Since I have reading friends and followers around the world, let me explain a bit: California (especially the coastal parts, but really most of the state) gets all of its (limited) rain in the months from October to April. Usually it’s really November to March. Our plant and animal communities – from the famous redwood trees to our mountain lions and California poppies – have evolved around these extremes of wet and dry, with fire as a critical part of the ecostystem. Redwoods, I believe, thrive on flash fires – which clear away their competition in rapid brush fires which they can easily survive. Caveat: I’m not an expert on this stuff, but am trying to remember what I’ve read in park signs and articles. I’m quite certain that fire has been part of the native ecosystems here since long before even the first Native Americans arrived in what’s now Sonoma County – let alone before the first Europeans interlopers arrived just a handful of centuries ago, when most redwoods still standing were already mature.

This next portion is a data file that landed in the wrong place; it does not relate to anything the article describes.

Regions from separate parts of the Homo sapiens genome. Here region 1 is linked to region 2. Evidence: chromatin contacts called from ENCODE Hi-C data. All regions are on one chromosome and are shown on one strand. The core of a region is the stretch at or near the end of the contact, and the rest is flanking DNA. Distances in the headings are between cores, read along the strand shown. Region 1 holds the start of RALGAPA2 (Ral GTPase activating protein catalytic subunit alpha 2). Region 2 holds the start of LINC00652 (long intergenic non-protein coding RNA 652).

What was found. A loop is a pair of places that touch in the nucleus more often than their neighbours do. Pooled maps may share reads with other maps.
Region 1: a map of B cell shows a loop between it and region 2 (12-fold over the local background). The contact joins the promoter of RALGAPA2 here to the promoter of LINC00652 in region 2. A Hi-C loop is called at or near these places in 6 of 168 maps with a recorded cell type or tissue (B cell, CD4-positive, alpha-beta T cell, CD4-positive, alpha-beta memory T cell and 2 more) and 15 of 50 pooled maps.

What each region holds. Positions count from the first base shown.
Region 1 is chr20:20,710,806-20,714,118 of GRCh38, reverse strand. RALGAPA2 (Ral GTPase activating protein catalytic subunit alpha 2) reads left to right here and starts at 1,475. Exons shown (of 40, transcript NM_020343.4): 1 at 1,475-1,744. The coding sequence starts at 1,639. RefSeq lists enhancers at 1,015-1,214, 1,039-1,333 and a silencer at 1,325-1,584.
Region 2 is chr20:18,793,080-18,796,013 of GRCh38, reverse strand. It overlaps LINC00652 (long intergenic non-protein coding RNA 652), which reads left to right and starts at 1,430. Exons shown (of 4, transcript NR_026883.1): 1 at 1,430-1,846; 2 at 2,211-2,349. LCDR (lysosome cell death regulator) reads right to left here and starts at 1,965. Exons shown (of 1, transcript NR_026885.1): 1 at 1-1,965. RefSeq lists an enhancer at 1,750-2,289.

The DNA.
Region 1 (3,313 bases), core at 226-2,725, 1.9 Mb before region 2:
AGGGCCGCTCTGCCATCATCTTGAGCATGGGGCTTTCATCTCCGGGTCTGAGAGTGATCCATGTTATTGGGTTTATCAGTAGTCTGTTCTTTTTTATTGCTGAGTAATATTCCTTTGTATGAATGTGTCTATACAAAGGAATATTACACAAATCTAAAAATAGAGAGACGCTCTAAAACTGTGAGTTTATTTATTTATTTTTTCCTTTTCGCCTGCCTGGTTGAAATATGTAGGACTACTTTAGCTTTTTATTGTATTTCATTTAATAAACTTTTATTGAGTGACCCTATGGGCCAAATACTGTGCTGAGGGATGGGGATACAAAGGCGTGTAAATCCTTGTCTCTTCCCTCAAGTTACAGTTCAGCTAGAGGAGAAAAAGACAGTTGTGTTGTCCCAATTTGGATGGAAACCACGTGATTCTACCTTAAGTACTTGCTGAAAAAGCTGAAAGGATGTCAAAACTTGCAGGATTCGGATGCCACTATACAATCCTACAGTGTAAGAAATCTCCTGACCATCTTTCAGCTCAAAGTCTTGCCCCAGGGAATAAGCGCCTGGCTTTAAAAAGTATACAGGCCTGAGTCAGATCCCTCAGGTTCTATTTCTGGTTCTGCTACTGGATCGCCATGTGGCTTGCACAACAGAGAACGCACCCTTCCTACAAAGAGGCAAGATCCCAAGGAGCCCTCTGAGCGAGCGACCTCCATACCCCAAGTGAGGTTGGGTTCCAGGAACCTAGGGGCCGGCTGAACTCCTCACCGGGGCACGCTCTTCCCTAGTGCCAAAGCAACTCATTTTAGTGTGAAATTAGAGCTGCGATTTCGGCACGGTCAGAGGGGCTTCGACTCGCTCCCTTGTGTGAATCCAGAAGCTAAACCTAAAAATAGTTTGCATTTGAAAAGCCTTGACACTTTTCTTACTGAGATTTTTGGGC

The first photo in this post was taken in Annadel State Park in late April – at the end of the wettest rainy season we’ve seen in many years. Of course, that rain meant we had lots of new growth this year. And of course, we had our usual dry season which led to the brown hills with dusty green of scrub oaks and lots of dry new growth, which you’ll see in other posts. Look closely at the photo just below, and you’ll see how the grass burned on the hills of Annadel just above a city park where I often play tennis. It’s fairly common for parks to burn, this late in the dry season. It’s not at all common for a firestorm to erupt and spread so very rapidly under heavy winds. Friends who were here at the time, and who were evacuated, tell stories of going to bed aware of heavy winds, waking up to the sound of neighbors knocking on doors and/or loading their cars with family and pets then driving off, at 3 in the morning. I do not have the heart to show the destruction to property and homes: those photos are already out there, and for me to pile on feels disrespectful to the members of my adopted community who have lost so much. I am worried about one of my favorite farmers, who grows in the northern part of Santa Rosa where the first fires were at their most intense. (It’s her produce you see in one of the photo galleries further down – from figs to aubergine/eggplant and peppers.) I hope when I next make it to the farmer’s market, I’ll learn that she and her farm and family are all OK.